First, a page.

Population mental health and COVID-19: Why do we know so little?
What you need to know
During the COVID-19 pandemic, the critical need to answer research questions quickly has led to studies being conducted without allowing enough time to capture appropriate sample sizes or use appropriate diagnostic tools. In this editorial, the authors offer a cautionary message about the accuracy of current mental health estimates and how best to extract data from research studies.
Administrative data or surveys are used to develop and evaluate mental health services. In Canada, we don’t have estimates of the prevalence of mental health disorders during the pandemic. The authors of this editorial present a number of methodologies that researchers are using to capture data and suggest strategies to capture and extract more accurate data during COVID-19 and beyond.
What ideas are the researchers presenting?
The authors mention three methodologies that researchers are using to capture prevalence data.
- Screening tools: Brief mental health screening tools such as the Patient Health Questionnaire (PHQ-9), the Generalized Anxiety Disorder Scale (GAD-7) and various versions of Post Traumatic Stress Disorder (PTSD) Checklist (PCL-5) are inexpensive and convenient to help identify clients with symptoms of depression, generalized anxiety and PTSD. But the studies that are using them are assessing symptom levels rather than professional diagnosis, which may result in over estimation of the prevalence rate.
- Convenience sampling: This approach, used in many surveys, can lead to lower or higher representation of various subsets of the population studied. According to the editorial, this could lead to ”opportunity costs,” where policymakers select one course of action over a more advantageous one because they must base the decision on inaccurate information.
- Generalizability: According to the editorial, the estimates in these studies cannot be generalized to other populations due to questions about bias that may result from the measurement or sampling strategies used.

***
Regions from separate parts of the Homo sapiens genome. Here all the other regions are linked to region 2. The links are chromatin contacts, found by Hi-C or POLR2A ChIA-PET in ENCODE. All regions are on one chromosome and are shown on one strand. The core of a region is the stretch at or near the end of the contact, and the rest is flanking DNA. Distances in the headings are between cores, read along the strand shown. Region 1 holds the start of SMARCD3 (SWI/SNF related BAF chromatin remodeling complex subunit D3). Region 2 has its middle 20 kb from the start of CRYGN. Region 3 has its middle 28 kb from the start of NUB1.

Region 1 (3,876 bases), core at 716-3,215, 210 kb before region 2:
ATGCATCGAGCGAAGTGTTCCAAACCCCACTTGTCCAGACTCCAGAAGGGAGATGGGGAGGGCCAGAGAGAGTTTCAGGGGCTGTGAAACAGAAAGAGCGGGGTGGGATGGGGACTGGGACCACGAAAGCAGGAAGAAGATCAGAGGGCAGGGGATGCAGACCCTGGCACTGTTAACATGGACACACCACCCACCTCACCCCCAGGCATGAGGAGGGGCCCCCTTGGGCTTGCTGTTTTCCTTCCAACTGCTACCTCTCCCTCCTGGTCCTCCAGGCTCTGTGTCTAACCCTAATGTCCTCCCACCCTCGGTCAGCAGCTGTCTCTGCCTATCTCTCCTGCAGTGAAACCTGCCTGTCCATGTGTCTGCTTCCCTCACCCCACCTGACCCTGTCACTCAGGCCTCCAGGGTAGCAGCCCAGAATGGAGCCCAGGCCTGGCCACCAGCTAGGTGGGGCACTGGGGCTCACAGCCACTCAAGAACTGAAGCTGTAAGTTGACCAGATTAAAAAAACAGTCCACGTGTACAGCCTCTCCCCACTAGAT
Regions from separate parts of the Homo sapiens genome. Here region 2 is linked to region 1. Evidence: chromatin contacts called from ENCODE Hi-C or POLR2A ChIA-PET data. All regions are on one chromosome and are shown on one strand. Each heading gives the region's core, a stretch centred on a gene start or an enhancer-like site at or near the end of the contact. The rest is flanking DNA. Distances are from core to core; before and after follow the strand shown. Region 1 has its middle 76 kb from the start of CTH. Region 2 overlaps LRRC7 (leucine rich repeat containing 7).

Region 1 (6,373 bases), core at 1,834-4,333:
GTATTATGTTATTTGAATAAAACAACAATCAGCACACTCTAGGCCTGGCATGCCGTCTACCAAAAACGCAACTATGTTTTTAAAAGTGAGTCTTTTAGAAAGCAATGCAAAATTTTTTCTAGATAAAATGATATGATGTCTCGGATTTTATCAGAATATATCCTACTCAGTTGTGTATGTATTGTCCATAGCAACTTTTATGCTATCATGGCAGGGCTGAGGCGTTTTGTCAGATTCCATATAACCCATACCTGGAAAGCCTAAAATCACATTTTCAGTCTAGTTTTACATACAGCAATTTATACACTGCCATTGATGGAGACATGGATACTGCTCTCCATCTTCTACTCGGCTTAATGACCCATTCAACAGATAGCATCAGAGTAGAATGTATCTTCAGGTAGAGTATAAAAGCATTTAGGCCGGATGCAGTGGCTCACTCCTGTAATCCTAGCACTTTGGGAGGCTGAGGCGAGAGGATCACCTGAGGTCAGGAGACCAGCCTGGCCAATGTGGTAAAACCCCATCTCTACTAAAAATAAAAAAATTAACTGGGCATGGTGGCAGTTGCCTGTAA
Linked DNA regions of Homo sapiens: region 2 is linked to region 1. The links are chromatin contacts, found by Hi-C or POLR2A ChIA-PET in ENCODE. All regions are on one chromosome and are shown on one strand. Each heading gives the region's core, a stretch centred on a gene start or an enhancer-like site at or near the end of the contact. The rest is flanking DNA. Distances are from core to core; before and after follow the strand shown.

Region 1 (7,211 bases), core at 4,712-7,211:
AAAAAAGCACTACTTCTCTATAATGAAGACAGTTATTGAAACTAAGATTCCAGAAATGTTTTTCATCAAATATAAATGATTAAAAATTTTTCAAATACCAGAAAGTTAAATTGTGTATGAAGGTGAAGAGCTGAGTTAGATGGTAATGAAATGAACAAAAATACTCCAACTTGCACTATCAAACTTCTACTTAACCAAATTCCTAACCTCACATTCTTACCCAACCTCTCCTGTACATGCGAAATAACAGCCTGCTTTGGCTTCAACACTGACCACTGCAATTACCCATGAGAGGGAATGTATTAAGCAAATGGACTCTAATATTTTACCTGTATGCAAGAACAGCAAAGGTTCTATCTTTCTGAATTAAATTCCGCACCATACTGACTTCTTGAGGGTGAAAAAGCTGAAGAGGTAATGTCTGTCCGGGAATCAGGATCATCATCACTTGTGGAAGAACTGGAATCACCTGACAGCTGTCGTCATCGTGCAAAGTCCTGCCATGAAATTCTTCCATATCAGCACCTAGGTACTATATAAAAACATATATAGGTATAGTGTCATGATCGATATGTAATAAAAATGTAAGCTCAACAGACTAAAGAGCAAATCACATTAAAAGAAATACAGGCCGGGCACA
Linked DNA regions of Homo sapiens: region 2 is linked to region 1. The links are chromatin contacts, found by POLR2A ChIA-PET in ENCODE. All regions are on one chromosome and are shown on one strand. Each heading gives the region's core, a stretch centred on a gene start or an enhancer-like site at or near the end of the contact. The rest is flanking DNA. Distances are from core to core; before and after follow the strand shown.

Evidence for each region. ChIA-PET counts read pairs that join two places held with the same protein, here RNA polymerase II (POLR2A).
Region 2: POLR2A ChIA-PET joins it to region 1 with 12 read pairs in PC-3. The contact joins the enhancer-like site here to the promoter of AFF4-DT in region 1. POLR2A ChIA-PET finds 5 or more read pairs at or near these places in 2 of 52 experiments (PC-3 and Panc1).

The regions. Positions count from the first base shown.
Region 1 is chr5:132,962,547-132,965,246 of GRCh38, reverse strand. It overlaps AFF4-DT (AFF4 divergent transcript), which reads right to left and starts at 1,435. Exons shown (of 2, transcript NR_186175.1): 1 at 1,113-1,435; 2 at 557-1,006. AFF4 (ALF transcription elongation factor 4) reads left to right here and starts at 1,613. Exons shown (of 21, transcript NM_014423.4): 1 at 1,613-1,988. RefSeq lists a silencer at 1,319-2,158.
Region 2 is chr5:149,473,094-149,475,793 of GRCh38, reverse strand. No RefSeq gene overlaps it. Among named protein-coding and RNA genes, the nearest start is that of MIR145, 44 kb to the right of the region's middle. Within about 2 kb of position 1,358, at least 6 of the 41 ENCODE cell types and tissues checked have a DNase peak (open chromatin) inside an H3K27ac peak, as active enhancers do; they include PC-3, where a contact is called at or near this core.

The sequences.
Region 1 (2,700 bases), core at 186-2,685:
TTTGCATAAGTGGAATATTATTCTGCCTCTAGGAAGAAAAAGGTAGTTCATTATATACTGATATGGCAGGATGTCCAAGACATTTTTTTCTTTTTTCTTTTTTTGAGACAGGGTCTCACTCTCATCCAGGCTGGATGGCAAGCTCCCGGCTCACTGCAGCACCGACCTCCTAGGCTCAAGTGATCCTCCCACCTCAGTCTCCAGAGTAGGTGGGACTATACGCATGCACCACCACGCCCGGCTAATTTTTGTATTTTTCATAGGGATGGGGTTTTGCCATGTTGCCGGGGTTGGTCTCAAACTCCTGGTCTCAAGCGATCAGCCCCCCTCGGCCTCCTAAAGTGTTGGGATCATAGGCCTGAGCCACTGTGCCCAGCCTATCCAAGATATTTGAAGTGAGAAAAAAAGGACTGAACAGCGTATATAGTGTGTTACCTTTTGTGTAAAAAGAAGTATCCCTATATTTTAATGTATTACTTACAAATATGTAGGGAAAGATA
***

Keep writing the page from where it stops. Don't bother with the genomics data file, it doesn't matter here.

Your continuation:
The editorial’s authors note that data should be used with caution because these research practices lead to a risk of low-quality evidence but might be used as if they were high-quality evidence.
How can this information be used?
The authors suggest that policymakers and service providers take caution when interpreting data to guide policy decisions and implement mental-health related interventions.
What future research is recommended?
The authors recommend that a national initiative be implemented, led by Health Canada along with experts in psychiatric epidemiology and administrative data, to build a better foundation for gathering mental health disorder prevalence estimates.
About the researchers
Scott B. Patten,1 Stanley Kutcher,2 David Streiner,3 David Gratzer,4 Paul Kurdyak,4 and Lakshmi Yatham,5
- Department of Community Health Sciences, University of Calgary, Alberta, Canada
- Department of Psychiatry, Faculty of Medicine, Dalhousie University, Halifax, Nova Scotia, Canada
- Department of Psychiatry & Behavioural Neurosciences, McMaster University, Hamilton, Ontario, Canada
- Centre for Addiction and Mental Health, Toronto, Ontario, Canada
- The University of British Columbia, Vancouver, British Columbia, Canada
This knowledge exchange activity is supported by Evidence Exchange Network (EENet), which is part of the Provincial System Support Program at the Centre for Addiction and Mental Health - “CAMH”). EENet has been made possible through a financial contribution from the Ministry of Health (“MOH”). The views expressed herein do not necessarily represent the views of either MOH or of CAMH.